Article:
Do You Grieve like a Man?…or a Woman?

Posted on March 5, 2014 by Guest Contributor under Personal Stories of Grief, Uncategorized
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2560x1600-single-red-roseSubmitted by Judith Steele

At Schoedinger, we understand that no two people grieve in the same manner.  There is no “right” or “wrong” way to grieve.  There is no predictable time period for working through grief.  Loneliness, anxiety, deep sorrow, anger or confusion are all common symptoms of grief for many people.  What is important to the health and well being of every individual is that grief is expressed.  The manner in which grief is expressed is far less important.

That being said…Do men and women express grief differently?

Elizabeth Harper Neeld, author of Seven Choices, offers this summary. “Researchers suggest there is what might be called a “male model” of grief and what might be called a “female model” of grief. But all women do not display the “female model”; and all men do not display the “male model.”

Historically speaking, men have been expected to keep their emotions in check and remain stoic following the death of a loved one; while women where granted more tolerance to grieve by expressing their emotions openly and crying in front of others.  As traditional gender roles, professional and domestic, become far less rigid might we see more women restrain their grief and more men shed tears?

Individuals that are inclined toward the “male model” (they might be a man or a woman) work hard to avoid losing control in front of others, will keep grief to themselves, and refrain from asking for help. Other characteristics of this “male model” may include:

•  feeling that they must remain strong

•  tendency to mostly want to work things out on their own

•  feeling their independence and autonomy are critical

•  having a preference to “get on with life”

•  keeping busy, involving themselves in work or other activities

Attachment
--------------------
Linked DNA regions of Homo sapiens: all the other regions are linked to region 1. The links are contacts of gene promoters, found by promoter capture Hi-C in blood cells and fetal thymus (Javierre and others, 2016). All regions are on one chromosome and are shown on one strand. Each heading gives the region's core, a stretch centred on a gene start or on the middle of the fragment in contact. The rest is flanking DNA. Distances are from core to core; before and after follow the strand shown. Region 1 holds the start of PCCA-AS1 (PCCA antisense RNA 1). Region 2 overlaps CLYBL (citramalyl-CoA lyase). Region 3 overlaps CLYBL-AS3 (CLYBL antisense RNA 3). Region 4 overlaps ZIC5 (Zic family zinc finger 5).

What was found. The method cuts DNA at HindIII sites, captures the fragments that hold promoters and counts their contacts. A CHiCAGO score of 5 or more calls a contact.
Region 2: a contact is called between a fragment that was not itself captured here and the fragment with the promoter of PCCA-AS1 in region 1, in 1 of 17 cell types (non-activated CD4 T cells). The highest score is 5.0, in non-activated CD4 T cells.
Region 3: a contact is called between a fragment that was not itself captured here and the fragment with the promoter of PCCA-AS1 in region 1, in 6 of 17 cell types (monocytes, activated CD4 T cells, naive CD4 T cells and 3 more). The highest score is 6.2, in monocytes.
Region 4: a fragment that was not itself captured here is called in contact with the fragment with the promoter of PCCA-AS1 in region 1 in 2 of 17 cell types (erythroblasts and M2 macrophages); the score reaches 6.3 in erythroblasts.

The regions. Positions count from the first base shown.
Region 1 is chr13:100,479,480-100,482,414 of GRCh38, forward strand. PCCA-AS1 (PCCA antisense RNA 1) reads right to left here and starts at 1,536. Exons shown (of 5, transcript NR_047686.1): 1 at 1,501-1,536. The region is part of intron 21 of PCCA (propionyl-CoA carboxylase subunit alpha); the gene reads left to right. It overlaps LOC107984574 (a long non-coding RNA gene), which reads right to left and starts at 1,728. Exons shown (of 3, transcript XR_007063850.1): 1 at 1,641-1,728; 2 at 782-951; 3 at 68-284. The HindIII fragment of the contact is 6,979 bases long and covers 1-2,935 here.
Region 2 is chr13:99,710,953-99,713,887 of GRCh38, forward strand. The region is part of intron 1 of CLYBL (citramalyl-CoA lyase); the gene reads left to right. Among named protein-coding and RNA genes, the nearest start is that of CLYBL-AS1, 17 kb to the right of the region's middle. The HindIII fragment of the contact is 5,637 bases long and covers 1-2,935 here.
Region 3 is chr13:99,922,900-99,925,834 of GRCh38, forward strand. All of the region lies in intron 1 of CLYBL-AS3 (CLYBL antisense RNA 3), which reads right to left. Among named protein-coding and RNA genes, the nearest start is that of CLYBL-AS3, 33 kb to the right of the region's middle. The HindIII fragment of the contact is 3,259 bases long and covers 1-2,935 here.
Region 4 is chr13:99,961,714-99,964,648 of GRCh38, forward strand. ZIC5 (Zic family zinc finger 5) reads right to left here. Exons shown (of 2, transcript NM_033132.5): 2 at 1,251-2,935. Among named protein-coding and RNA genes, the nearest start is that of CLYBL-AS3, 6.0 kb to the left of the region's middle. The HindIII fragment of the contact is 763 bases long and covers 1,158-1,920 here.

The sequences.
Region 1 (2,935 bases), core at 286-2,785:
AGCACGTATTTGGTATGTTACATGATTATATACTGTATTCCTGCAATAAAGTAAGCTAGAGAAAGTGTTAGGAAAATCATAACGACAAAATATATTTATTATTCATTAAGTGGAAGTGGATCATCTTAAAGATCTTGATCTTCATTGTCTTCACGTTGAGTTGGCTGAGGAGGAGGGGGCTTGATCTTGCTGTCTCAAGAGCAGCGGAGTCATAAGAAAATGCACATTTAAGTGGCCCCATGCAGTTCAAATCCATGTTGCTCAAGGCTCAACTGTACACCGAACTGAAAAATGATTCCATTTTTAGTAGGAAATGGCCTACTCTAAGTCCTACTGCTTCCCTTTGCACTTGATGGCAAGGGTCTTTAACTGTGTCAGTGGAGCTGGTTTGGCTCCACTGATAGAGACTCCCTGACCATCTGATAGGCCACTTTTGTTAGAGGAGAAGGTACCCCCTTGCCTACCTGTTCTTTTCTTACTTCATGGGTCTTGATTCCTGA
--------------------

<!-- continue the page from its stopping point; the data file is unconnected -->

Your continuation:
•  preferring time alone in order to heal

•  way of healing may be less visible and more subtle

•  grief is often connected more with the future than with the past

•  more concerned for the grief of a spouse and family members

•  expressing few feelings verbally

•  demonstrating less intensity in their grief

•  reporting less anxiety and depression

•  expressing only anger and guilt outwardly

People, male or female, that demonstrate the “female model” of grief are more inclined to display grief to others, reach out to one or more persons around them, and to talk more openly about the loss. In addition, the characteristics of this “female model” may include:

•  the feeling of being related or connected is of paramount importance,

•  tendency to share what they are going through with friends and family

•  tendency to look for others with similar experiences

•  being more inclined to participate in a grief support group

•  communicating thoughts and feelings with others

•  verbally expressing their grief

•  demonstrating more intensity in their grief

•  reporting more anxiety and depression

•  may have feelings of anger toward a “male model” partner for not sharing their grief

griefWhen individuals look to a spouse or other family members to share in the grief process, the differences between the “male” and “female” models of grief can become very apparent. The disparities of the coping styles can sometimes result in family members being unable to communicate effectively or support each other successfully.  Neeld observed “Often when a husband and wife are grieving at the same time, one will think the other is not feeling the same depth of pain because the outward expressions are so different. Or two siblings may respond very differently to the death of an adult parent, causing one to criticize the other for not caring or not giving proper respect.” 

No matter the gender, there is a response to grieving that holds serious ramifications…the unwillingness to express grief in any form.  Repressed grief lasts much longer than acknowledged grief and can lead to complications. Persons that choose not to fully acknowledge the emotional loss and engage in the journey through grief may face a life plagued by illness, bitterness, anger, and lack of joy.

Individuals of both the “male” and female” grief models should strive for reconciliation.  Bereaved individuals need to address the process of restructuring their life, changing personal or family goals, directions or relationships. Reconciliation is what occurs as a bereaved person works to incorporate the new reality of life without the physical presence of the person who has died.  With reconciliation comes a renewed sense of energy and confidence and the ability to become re-involved in the activities of daily life.

If you know someone who is grieving (male or female) and might benefit from extra support, refer them to our website.  There they can find grief support in a variety of forms, such as daily affirming emails, informative e-newsletters, and other resources.

Do you grieve like a Man or a Woman?



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